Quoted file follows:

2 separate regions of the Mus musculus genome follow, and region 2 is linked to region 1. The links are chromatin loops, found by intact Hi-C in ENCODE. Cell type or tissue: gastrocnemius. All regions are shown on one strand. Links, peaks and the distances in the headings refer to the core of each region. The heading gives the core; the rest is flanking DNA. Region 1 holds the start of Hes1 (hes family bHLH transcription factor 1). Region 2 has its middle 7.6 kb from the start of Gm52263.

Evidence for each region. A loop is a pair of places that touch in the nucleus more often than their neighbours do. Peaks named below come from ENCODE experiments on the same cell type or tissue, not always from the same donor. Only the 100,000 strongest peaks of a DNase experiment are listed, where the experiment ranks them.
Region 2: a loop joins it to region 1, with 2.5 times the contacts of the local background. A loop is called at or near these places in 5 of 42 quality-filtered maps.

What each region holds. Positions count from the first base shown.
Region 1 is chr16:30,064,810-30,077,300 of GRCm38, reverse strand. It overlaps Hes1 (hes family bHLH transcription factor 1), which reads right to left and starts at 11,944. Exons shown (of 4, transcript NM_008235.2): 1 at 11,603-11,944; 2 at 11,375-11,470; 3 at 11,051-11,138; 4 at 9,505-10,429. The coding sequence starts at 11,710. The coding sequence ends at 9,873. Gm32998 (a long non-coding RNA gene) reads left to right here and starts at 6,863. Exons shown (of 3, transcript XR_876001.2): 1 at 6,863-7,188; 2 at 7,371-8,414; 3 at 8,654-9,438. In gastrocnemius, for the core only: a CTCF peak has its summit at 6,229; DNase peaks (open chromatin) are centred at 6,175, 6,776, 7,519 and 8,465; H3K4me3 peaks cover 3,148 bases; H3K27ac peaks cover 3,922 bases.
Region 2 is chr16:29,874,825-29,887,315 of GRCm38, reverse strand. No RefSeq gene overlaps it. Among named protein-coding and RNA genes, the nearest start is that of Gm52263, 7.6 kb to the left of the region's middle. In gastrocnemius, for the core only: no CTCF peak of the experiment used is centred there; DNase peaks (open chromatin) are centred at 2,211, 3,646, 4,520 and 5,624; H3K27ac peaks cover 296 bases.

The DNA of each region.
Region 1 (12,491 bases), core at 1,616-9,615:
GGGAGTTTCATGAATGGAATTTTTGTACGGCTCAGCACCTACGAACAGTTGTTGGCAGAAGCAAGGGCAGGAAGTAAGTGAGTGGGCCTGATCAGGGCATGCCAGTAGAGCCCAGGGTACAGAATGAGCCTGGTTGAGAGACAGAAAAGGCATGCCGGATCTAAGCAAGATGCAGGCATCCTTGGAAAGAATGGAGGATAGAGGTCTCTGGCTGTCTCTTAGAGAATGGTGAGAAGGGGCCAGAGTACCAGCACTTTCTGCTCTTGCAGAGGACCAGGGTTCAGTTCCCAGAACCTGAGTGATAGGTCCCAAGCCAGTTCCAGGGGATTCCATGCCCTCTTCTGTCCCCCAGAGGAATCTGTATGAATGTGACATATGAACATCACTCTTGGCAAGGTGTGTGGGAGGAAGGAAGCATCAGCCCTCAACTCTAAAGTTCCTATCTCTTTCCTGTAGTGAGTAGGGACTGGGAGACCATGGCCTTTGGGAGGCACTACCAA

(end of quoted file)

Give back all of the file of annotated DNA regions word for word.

2 separate regions of the Mus musculus genome follow, and region 2 is linked to region 1. The links are chromatin loops, found by intact Hi-C in ENCODE. Cell type or tissue: gastrocnemius. All regions are shown on one strand. Links, peaks and the distances in the headings refer to the core of each region. The heading gives the core; the rest is flanking DNA. Region 1 holds the start of Hes1 (hes family bHLH transcription factor 1). Region 2 has its middle 7.6 kb from the start of Gm52263.

Evidence for each region. A loop is a pair of places that touch in the nucleus more often than their neighbours do. Peaks named below come from ENCODE experiments on the same cell type or tissue, not always from the same donor. Only the 100,000 strongest peaks of a DNase experiment are listed, where the experiment ranks them.
Region 2: a loop joins it to region 1, with 2.5 times the contacts of the local background. A loop is called at or near these places in 5 of 42 quality-filtered maps.

What each region holds. Positions count from the first base shown.
Region 1 is chr16:30,064,810-30,077,300 of GRCm38, reverse strand. It overlaps Hes1 (hes family bHLH transcription factor 1), which reads right to left and starts at 11,944. Exons shown (of 4, transcript NM_008235.2): 1 at 11,603-11,944; 2 at 11,375-11,470; 3 at 11,051-11,138; 4 at 9,505-10,429. The coding sequence starts at 11,710. The coding sequence ends at 9,873. Gm32998 (a long non-coding RNA gene) reads left to right here and starts at 6,863. Exons shown (of 3, transcript XR_876001.2): 1 at 6,863-7,188; 2 at 7,371-8,414; 3 at 8,654-9,438. In gastrocnemius, for the core only: a CTCF peak has its summit at 6,229; DNase peaks (open chromatin) are centred at 6,175, 6,776, 7,519 and 8,465; H3K4me3 peaks cover 3,148 bases; H3K27ac peaks cover 3,922 bases.
Region 2 is chr16:29,874,825-29,887,315 of GRCm38, reverse strand. No RefSeq gene overlaps it. Among named protein-coding and RNA genes, the nearest start is that of Gm52263, 7.6 kb to the left of the region's middle. In gastrocnemius, for the core only: no CTCF peak of the experiment used is centred there; DNase peaks (open chromatin) are centred at 2,211, 3,646, 4,520 and 5,624; H3K27ac peaks cover 296 bases.

The DNA of each region.
Region 1 (12,491 bases), core at 1,616-9,615:
GGGAGTTTCATGAATGGAATTTTTGTACGGCTCAGCACCTACGAACAGTTGTTGGCAGAAGCAAGGGCAGGAAGTAAGTGAGTGGGCCTGATCAGGGCATGCCAGTAGAGCCCAGGGTACAGAATGAGCCTGGTTGAGAGACAGAAAAGGCATGCCGGATCTAAGCAAGATGCAGGCATCCTTGGAAAGAATGGAGGATAGAGGTCTCTGGCTGTCTCTTAGAGAATGGTGAGAAGGGGCCAGAGTACCAGCACTTTCTGCTCTTGCAGAGGACCAGGGTTCAGTTCCCAGAACCTGAGTGATAGGTCCCAAGCCAGTTCCAGGGGATTCCATGCCCTCTTCTGTCCCCCAGAGGAATCTGTATGAATGTGACATATGAACATCACTCTTGGCAAGGTGTGTGGGAGGAAGGAAGCATCAGCCCTCAACTCTAAAGTTCCTATCTCTTTCCTGTAGTGAGTAGGGACTGGGAGACCATGGCCTTTGGGAGGCACTACCAA